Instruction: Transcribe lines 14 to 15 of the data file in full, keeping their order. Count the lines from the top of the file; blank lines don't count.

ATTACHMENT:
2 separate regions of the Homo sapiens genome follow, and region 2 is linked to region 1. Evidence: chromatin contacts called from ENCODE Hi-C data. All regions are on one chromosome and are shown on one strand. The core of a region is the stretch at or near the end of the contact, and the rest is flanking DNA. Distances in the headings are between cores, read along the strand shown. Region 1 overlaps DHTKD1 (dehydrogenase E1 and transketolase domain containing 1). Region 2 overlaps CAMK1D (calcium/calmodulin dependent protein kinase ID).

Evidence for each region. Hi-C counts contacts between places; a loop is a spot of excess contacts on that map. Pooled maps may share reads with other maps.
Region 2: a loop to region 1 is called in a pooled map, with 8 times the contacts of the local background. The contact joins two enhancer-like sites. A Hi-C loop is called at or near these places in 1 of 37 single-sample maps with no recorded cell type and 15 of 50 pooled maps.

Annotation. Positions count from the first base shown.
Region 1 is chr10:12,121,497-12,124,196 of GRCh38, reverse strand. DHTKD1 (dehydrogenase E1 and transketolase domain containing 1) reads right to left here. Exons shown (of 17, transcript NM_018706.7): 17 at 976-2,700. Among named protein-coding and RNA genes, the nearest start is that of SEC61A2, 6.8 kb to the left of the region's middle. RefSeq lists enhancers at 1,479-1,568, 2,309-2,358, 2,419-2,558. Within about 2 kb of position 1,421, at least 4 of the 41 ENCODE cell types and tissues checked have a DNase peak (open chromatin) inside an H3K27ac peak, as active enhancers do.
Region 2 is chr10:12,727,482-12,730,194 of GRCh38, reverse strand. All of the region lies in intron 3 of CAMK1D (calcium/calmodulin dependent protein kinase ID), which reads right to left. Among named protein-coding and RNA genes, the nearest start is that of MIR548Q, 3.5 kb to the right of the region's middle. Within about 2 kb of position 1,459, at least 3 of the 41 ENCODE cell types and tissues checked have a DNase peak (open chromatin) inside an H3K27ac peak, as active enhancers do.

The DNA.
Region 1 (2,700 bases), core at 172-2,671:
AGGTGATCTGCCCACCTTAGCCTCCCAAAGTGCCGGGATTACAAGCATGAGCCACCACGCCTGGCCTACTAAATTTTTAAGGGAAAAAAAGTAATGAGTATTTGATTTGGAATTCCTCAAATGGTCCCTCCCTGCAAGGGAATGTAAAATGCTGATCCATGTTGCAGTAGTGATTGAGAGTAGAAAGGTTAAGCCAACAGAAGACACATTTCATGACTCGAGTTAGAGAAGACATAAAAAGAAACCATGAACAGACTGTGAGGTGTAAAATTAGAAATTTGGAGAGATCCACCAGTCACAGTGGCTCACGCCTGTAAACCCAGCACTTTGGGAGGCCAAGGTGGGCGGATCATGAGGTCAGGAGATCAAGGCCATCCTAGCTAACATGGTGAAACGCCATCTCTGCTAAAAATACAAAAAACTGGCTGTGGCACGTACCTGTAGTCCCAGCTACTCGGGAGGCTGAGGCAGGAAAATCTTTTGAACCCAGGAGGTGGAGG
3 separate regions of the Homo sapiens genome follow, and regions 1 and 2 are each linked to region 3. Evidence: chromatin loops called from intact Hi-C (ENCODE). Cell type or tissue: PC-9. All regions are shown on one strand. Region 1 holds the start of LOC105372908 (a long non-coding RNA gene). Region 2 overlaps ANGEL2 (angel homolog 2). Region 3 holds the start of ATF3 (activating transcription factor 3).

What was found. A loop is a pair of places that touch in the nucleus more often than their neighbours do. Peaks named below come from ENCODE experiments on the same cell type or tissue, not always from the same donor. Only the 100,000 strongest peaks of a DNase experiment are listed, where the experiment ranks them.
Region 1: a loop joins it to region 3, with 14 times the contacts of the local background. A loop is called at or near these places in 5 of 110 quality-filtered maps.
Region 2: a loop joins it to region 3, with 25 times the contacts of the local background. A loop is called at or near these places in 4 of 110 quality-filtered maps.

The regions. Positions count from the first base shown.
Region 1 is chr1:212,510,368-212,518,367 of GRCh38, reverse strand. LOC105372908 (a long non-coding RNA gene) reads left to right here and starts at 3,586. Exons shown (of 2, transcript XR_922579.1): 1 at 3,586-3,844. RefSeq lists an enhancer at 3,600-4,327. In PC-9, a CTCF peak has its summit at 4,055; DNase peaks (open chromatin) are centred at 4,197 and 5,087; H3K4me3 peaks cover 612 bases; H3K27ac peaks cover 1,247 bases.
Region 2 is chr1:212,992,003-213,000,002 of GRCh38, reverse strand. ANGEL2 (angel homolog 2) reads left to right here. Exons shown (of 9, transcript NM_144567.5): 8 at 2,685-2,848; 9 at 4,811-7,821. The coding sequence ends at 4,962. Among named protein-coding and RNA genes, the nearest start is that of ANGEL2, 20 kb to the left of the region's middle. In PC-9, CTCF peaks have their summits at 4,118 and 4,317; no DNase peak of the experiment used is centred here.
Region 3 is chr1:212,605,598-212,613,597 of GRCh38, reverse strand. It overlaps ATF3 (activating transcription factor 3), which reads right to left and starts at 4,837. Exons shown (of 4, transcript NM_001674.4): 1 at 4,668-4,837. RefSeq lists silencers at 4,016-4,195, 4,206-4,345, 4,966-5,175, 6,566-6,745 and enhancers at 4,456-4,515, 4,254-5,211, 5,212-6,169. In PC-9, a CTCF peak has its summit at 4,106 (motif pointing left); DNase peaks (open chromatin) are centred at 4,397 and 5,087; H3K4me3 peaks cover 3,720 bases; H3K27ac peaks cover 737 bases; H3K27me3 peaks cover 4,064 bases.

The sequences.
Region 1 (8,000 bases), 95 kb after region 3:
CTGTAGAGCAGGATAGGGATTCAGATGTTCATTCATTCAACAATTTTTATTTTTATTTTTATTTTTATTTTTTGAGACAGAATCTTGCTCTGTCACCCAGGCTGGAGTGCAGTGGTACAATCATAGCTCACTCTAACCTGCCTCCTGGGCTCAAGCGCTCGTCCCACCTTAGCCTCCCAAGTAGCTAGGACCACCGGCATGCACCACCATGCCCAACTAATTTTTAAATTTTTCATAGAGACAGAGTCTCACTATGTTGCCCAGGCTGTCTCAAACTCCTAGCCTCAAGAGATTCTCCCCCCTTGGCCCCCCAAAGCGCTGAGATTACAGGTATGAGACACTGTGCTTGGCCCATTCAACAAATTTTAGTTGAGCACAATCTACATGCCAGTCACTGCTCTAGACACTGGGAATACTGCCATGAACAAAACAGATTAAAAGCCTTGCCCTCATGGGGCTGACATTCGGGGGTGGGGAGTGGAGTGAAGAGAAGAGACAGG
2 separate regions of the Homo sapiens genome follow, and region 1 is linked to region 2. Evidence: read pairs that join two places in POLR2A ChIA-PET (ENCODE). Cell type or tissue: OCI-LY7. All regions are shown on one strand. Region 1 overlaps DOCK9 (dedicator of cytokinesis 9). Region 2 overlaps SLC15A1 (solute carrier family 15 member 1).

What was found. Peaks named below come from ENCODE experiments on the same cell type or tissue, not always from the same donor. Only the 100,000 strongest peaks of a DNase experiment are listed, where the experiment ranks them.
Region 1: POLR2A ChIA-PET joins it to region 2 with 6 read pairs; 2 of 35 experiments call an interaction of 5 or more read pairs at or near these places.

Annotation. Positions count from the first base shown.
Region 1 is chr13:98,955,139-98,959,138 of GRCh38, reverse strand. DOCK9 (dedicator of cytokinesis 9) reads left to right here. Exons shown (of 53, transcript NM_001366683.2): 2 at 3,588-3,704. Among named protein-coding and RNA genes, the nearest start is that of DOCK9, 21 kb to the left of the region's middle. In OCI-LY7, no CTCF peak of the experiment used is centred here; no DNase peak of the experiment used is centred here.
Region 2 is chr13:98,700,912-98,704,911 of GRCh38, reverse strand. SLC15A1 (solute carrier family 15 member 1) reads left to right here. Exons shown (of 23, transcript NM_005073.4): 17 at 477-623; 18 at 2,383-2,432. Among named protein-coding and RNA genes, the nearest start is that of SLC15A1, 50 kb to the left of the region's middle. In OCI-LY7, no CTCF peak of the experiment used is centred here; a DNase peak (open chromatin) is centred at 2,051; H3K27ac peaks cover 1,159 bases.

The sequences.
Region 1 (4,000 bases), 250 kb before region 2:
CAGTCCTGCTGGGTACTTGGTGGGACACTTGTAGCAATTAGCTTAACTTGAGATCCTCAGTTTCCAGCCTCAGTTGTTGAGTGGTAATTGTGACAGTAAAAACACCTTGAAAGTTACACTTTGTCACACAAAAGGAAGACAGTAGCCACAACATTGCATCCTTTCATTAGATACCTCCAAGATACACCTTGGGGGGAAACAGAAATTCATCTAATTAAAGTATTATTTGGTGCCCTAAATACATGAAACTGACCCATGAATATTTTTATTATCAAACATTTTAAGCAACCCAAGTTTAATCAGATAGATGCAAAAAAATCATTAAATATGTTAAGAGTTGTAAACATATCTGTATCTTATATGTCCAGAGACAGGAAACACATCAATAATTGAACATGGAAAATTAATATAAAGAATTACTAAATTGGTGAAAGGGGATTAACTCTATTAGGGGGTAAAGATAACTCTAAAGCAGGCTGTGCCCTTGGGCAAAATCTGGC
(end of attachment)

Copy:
The regions. Positions count from the first base shown.
Region 1 is chr1:212,510,368-212,518,367 of GRCh38, reverse strand. LOC105372908 (a long non-coding RNA gene) reads left to right here and starts at 3,586. Exons shown (of 2, transcript XR_922579.1): 1 at 3,586-3,844. RefSeq lists an enhancer at 3,600-4,327. In PC-9, a CTCF peak has its summit at 4,055; DNase peaks (open chromatin) are centred at 4,197 and 5,087; H3K4me3 peaks cover 612 bases; H3K27ac peaks cover 1,247 bases.